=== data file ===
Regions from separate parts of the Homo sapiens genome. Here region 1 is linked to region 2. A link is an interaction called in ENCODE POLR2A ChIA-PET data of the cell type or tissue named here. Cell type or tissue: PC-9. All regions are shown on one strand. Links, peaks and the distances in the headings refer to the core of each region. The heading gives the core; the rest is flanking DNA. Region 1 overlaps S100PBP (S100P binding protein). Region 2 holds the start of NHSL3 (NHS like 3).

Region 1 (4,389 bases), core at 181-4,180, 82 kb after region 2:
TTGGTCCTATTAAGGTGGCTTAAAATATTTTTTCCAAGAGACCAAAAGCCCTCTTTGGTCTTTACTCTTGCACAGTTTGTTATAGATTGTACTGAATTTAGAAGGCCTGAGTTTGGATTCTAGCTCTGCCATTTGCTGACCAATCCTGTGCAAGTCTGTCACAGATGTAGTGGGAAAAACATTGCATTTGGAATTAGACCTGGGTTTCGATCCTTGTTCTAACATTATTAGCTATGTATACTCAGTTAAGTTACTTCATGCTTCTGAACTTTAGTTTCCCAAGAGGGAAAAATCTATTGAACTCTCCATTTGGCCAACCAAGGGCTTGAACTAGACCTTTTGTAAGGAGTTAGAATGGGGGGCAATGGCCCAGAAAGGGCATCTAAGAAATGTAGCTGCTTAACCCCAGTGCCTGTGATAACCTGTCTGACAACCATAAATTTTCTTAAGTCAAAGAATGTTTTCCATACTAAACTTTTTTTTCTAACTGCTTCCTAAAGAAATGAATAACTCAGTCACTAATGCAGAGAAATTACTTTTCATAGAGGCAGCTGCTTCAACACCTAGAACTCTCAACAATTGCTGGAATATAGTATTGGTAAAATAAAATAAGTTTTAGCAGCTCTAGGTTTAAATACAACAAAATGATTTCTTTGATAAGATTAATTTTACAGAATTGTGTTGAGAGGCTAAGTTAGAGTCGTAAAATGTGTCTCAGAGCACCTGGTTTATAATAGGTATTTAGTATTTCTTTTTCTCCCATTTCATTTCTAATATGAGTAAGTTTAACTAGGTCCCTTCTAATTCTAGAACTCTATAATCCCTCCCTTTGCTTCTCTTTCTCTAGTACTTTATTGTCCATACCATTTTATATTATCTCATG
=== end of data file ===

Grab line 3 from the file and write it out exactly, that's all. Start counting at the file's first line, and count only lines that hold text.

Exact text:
TTGGTCCTATTAAGGTGGCTTAAAATATTTTTTCCAAGAGACCAAAAGCCCTCTTTGGTCTTTACTCTTGCACAGTTTGTTATAGATTGTACTGAATTTAGAAGGCCTGAGTTTGGATTCTAGCTCTGCCATTTGCTGACCAATCCTGTGCAAGTCTGTCACAGATGTAGTGGGAAAAACATTGCATTTGGAATTAGACCTGGGTTTCGATCCTTGTTCTAACATTATTAGCTATGTATACTCAGTTAAGTTACTTCATGCTTCTGAACTTTAGTTTCCCAAGAGGGAAAAATCTATTGAACTCTCCATTTGGCCAACCAAGGGCTTGAACTAGACCTTTTGTAAGGAGTTAGAATGGGGGGCAATGGCCCAGAAAGGGCATCTAAGAAATGTAGCTGCTTAACCCCAGTGCCTGTGATAACCTGTCTGACAACCATAAATTTTCTTAAGTCAAAGAATGTTTTCCATACTAAACTTTTTTTTCTAACTGCTTCCTAAAGAAATGAATAACTCAGTCACTAATGCAGAGAAATTACTTTTCATAGAGGCAGCTGCTTCAACACCTAGAACTCTCAACAATTGCTGGAATATAGTATTGGTAAAATAAAATAAGTTTTAGCAGCTCTAGGTTTAAATACAACAAAATGATTTCTTTGATAAGATTAATTTTACAGAATTGTGTTGAGAGGCTAAGTTAGAGTCGTAAAATGTGTCTCAGAGCACCTGGTTTATAATAGGTATTTAGTATTTCTTTTTCTCCCATTTCATTTCTAATATGAGTAAGTTTAACTAGGTCCCTTCTAATTCTAGAACTCTATAATCCCTCCCTTTGCTTCTCTTTCTCTAGTACTTTATTGTCCATACCATTTTATATTATCTCATG